Rail freight can improve regional air quality and achieve climate...

Rail freight can improve regional air quality and achieve climate neutrality. Credit: Newsday/Alejandra Villa Loarca

Gender-neutral idea a big loser for girls

The state Board of Regents believes the new proposed gender-neutral rules will open the door to more co-ed teams [“Gender-neutral rule pitched,” News, May 7]. The co-ed teams that they are trying to manufacture already exist in gym classes.

What this rule does is further devalue girls’ protections under Title IX and adds loss of safety, fairness and opportunities for girls across New York.

The article reported that both Robert Zayas, state Public High School Athletic Association executive director, and Regents board member Roger Tilles said “they do not expect the proposed rules to impact the controversies regarding transgender school athletes. Tilles noted the state already has rules for transgender issues, and these plans do not change them.”

While both Zayas and Tilles have made sure the transgender athletes remain protected, I ask: Who is protecting our girls? The past few years, girls have had to endure biological boys in their bathrooms, in locker rooms and on their teams, taking away roster spots and records. How much more do they have to give up?

— Maureen Liantonio, Locust Valley

Will Rogers supposedly said, “If stupidity got us into this mess, then why can’t it get us out?” Well, this seems to be the conundrum that the Board of Regents has gotten itself into with its revised proposal of gender-neutral rules for sports.

We parents have taught our children that people come in all shapes, colors and sizes, and that every individual is entitled to equal respect. But people also come in only two distinct “models,” male or female. Each model has a distinct genome designed for the species’ propagation.

Most males and females are not designed with equal strength. This is biology. Political correctness is irrelevant. So “Robert” cannot become “Roberta” just because he cannot defeat Tom, Dick or Harry in sports but he knows he is stronger than Sue. Biologically, he is still Robert.

Sue should and must compete against other females on an equal basis without men in the game or locker room. If the Board of Regents does not understand Will Rogers as it ignores Title IX, maybe the board members should take biology again because they seem to have failed it in high school.

— Richard Staudt, Mount Sinai

Freight trains better for air than trucks

The American Lung Association report giving Suffolk County a failing grade for high ozone levels is troubling [“Suffolk ozone cited again,” News, April 26].

While the report is specific to ozone pollution, air quality is a persistent regional problem. Rail freight can improve regional air quality and achieve climate neutrality.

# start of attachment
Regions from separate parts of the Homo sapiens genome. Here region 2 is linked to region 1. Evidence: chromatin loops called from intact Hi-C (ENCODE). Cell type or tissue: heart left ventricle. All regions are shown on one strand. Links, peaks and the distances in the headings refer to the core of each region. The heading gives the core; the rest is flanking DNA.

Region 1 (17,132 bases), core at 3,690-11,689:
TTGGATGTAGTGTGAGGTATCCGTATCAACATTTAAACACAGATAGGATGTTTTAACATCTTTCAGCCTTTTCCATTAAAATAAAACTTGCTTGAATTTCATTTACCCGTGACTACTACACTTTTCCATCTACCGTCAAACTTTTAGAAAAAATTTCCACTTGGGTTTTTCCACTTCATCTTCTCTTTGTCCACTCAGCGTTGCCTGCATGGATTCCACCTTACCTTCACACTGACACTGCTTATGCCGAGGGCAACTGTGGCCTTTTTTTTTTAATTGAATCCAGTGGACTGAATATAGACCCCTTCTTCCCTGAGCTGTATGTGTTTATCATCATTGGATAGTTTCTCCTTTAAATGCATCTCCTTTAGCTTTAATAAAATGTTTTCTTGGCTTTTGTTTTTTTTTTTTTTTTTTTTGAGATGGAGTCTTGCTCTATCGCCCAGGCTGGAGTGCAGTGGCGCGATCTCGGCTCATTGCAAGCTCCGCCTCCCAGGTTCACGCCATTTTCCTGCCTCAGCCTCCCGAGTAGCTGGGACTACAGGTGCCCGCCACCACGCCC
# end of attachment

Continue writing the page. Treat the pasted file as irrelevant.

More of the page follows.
Unlike other modes of transportation, it produces fewer greenhouse gases and particulate emissions.

Here’s why: A single 25-car freight train carries as much cargo as 100 trucks, significantly reducing transportation emissions. It also eases the burden of truck traffic on our roads, making them less congested and reducing stress on the infrastructure.

New York & Atlantic Railway, a short-line freight railroad operating under contract with the Long Island Rail Road, operates a fleet of locomotives, including several newer, clean-burning engines that run on ultra-low-sulfur diesel, adhering to the Environmental Protection Agency’s stringent emissions standards.

Railcars sharing the tracks with the densest passenger system in the United States remove over 120,000 heavy truck trips from roads throughout the metropolitan area, resulting in a significant reduction of emissions by 75%.

Until technology finds a solution for moving bulk freight in a carbon-free, cost-effective manner, rail is essential in achieving New York’s aggressive carbon-reduction goals by offering low-carbon transportation solutions.

— James P. Bonner, Hempstead

The writer is president of New York & Atlantic Railway.

Put the kibosh on misleading PAC ads

Roger G. Wieand’s guest essay, “It’s time to expose the source of dark money” [Opinion, May 2], was right on point. These super political action committees have been skirting the law in elections, and this behavior must end.

A point not made is that super PAC ads are not always truthful. There is no accountability, and either the ads contain lies or candidates are quoted out of context in order to skew a certain view.

When a candidate’s campaign creates an ad, the wording “I approve this message” must be included to show authenticity. The 2002 Bipartisan Campaign Reform Act included this Stand by Your Ad provision. The super PACs do not need to adhere to this practice, thus creating the exaggerations and untruths.

— Christine Gietschier, Westbury

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